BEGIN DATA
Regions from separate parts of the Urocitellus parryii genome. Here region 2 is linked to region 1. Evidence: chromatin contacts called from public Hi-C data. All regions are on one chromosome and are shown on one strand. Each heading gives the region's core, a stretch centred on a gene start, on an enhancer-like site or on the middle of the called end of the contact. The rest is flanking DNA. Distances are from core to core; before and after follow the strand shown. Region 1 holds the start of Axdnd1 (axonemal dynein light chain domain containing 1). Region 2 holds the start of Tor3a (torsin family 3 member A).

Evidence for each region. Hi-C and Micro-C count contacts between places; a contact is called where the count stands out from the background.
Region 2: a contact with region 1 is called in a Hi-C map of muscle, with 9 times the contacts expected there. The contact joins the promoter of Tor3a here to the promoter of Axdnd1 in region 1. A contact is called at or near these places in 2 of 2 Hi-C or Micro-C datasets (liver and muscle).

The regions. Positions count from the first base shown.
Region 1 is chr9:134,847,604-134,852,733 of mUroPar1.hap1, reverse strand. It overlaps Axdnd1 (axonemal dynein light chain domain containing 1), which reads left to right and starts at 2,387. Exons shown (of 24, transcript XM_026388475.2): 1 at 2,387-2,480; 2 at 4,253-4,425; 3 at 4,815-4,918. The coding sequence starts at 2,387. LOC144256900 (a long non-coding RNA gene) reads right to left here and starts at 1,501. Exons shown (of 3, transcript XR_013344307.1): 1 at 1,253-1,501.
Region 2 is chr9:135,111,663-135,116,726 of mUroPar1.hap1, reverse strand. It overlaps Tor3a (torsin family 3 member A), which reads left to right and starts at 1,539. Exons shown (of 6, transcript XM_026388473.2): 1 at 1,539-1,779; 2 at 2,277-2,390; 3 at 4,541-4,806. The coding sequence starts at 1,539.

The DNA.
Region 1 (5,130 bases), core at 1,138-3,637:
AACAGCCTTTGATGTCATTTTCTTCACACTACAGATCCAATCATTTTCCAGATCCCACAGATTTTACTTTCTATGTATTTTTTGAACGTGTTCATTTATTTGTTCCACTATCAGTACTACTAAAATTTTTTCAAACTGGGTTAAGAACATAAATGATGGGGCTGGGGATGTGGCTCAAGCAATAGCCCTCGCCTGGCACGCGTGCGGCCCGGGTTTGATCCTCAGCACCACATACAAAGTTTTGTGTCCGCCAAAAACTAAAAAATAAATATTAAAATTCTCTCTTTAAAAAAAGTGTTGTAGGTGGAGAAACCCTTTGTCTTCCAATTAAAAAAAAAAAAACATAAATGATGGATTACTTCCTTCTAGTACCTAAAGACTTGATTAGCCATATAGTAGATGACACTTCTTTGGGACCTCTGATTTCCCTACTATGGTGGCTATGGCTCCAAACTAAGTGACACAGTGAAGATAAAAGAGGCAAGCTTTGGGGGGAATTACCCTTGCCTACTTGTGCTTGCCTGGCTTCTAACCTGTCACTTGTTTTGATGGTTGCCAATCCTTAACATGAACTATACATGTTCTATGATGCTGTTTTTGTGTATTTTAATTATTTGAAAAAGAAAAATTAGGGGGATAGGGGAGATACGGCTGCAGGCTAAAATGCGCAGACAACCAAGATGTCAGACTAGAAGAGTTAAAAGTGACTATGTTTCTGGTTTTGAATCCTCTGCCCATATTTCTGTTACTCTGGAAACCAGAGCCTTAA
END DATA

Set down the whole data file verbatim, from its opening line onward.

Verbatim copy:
Regions from separate parts of the Urocitellus parryii genome. Here region 2 is linked to region 1. Evidence: chromatin contacts called from public Hi-C data. All regions are on one chromosome and are shown on one strand. Each heading gives the region's core, a stretch centred on a gene start, on an enhancer-like site or on the middle of the called end of the contact. The rest is flanking DNA. Distances are from core to core; before and after follow the strand shown. Region 1 holds the start of Axdnd1 (axonemal dynein light chain domain containing 1). Region 2 holds the start of Tor3a (torsin family 3 member A).

Evidence for each region. Hi-C and Micro-C count contacts between places; a contact is called where the count stands out from the background.
Region 2: a contact with region 1 is called in a Hi-C map of muscle, with 9 times the contacts expected there. The contact joins the promoter of Tor3a here to the promoter of Axdnd1 in region 1. A contact is called at or near these places in 2 of 2 Hi-C or Micro-C datasets (liver and muscle).

The regions. Positions count from the first base shown.
Region 1 is chr9:134,847,604-134,852,733 of mUroPar1.hap1, reverse strand. It overlaps Axdnd1 (axonemal dynein light chain domain containing 1), which reads left to right and starts at 2,387. Exons shown (of 24, transcript XM_026388475.2): 1 at 2,387-2,480; 2 at 4,253-4,425; 3 at 4,815-4,918. The coding sequence starts at 2,387. LOC144256900 (a long non-coding RNA gene) reads right to left here and starts at 1,501. Exons shown (of 3, transcript XR_013344307.1): 1 at 1,253-1,501.
Region 2 is chr9:135,111,663-135,116,726 of mUroPar1.hap1, reverse strand. It overlaps Tor3a (torsin family 3 member A), which reads left to right and starts at 1,539. Exons shown (of 6, transcript XM_026388473.2): 1 at 1,539-1,779; 2 at 2,277-2,390; 3 at 4,541-4,806. The coding sequence starts at 1,539.

The DNA.
Region 1 (5,130 bases), core at 1,138-3,637:
AACAGCCTTTGATGTCATTTTCTTCACACTACAGATCCAATCATTTTCCAGATCCCACAGATTTTACTTTCTATGTATTTTTTGAACGTGTTCATTTATTTGTTCCACTATCAGTACTACTAAAATTTTTTCAAACTGGGTTAAGAACATAAATGATGGGGCTGGGGATGTGGCTCAAGCAATAGCCCTCGCCTGGCACGCGTGCGGCCCGGGTTTGATCCTCAGCACCACATACAAAGTTTTGTGTCCGCCAAAAACTAAAAAATAAATATTAAAATTCTCTCTTTAAAAAAAGTGTTGTAGGTGGAGAAACCCTTTGTCTTCCAATTAAAAAAAAAAAAACATAAATGATGGATTACTTCCTTCTAGTACCTAAAGACTTGATTAGCCATATAGTAGATGACACTTCTTTGGGACCTCTGATTTCCCTACTATGGTGGCTATGGCTCCAAACTAAGTGACACAGTGAAGATAAAAGAGGCAAGCTTTGGGGGGAATTACCCTTGCCTACTTGTGCTTGCCTGGCTTCTAACCTGTCACTTGTTTTGATGGTTGCCAATCCTTAACATGAACTATACATGTTCTATGATGCTGTTTTTGTGTATTTTAATTATTTGAAAAAGAAAAATTAGGGGGATAGGGGAGATACGGCTGCAGGCTAAAATGCGCAGACAACCAAGATGTCAGACTAGAAGAGTTAAAAGTGACTATGTTTCTGGTTTTGAATCCTCTGCCCATATTTCTGTTACTCTGGAAACCAGAGCCTTAA